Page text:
Running In Place

It’s never easy to watch a friend go to prison – but that’s exactly what we experienced last month with a training partner named Charlie Engle, a former Salinas resident who began his running career as a member of the famous Big Sur Marathon “centipede” team in 1991 before becoming one of the most admired and accomplished adventure racers in the world.

Last month, Charlie was sentenced to a 21-month prison term after being found guilty on 12 counts of bank and mail fraud, and using that money to help fund his ambitious adventures. The story of how Charlie went from that first marathon to running in place inside a jail cell is a cautionary tale about how our passions can sometimes overwhelm us.

Charlie always had an intense fire burning inside him; his ongoing struggle was how to channel that fire into something constructive rather than destructive. Although he was seemingly healthy during that Big Sur centipede run, he was battling a 10-year addiction to drugs and alcohol that started when he was only 17. He went “cold turkey” on July 23, 1992 and has been clean ever since – he simply found a more legitimate outlet for his energy and compulsive behavior. He traded in his drug use for excessive adventure running.

He eventually moved to North Carolina and immersed himself in the world of ultrarunning, continually looking for harder and harder challenges. He did the Badwater race, 135 miles from Death Valley to Mount Whitney, where it’s common for the soles of your running shoes to melt from the heat. He ran the 130-mile Amazon Jungle Marathon in Brazil, and won the 155-mile Gobi Desert Marathon in 2006. He competed in several Eco-Challenges, involving running, hiking, canoeing, swimming, climbing, and lots of all-around suffering, and became a charismatic star when those events were regularly televised.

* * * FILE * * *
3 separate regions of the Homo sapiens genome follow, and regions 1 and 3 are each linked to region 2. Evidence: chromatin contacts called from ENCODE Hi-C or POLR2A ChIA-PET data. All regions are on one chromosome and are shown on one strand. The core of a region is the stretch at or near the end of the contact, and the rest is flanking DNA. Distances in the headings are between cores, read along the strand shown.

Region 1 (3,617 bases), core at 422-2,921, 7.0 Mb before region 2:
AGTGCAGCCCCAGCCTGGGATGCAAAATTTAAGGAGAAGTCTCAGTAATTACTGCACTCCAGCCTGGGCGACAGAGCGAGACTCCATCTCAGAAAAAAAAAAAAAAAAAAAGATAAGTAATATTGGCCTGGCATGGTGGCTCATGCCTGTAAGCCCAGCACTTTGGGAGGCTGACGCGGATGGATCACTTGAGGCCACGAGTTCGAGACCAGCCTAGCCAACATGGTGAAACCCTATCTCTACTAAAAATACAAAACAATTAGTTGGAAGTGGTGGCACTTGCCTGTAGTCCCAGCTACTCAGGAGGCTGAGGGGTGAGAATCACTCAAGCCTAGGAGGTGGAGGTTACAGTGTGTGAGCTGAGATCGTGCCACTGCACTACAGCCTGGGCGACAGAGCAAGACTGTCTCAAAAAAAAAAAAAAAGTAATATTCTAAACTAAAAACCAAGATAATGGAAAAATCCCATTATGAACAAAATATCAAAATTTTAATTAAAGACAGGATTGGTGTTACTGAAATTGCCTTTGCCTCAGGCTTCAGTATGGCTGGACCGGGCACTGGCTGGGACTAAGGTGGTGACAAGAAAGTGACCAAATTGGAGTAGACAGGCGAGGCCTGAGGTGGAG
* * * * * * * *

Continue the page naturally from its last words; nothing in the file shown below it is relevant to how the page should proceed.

Along the way, Charlie also became a very sought-after public speaker, using his life as an example of overcoming challenges and living life to its fullest potential. Anyone who’s heard him will tell you that Charlie lights up a room: he’s charismatic, funny, entertaining, self-deprecating, and above all else, inspiring to listen to.

Charlie’s next ambition was to be the first person to run across the Sahara Desert. He dreamed of the run serving a humanitarian mission to raise awareness and money for the clean water crisis in Africa. Part of his outreach effort was creating a movie called Running the Sahara, which documented the journey of Charlie and two other adventurers as they successfully ran for 111 days across 4,300 miles of the African continent in 2007. Although it was an extremely noble accomplishment, this is also where Charlie’s ambition apparently began to get the best of him.

According to federal prosecutors, Charlie partially financed his movie by money obtained by real estate loans and mortgage fraud involving properties in Virginia, as well as exaggerating his income to become eligible for these loans. When the financial downturn hit, no matter how far he ran, Charlie could no longer stay one step ahead of his collectors and prosecutors.

Charlie tells his version of the events and about his life in prison on his personal website at – a blog fittingly called “Running in Place”. He views his situation as just another physical and psychological challenge to overcome, and vows to get through it and back to serving the public as he did before. For everyone’s sake, we hope he’s able to succeed.

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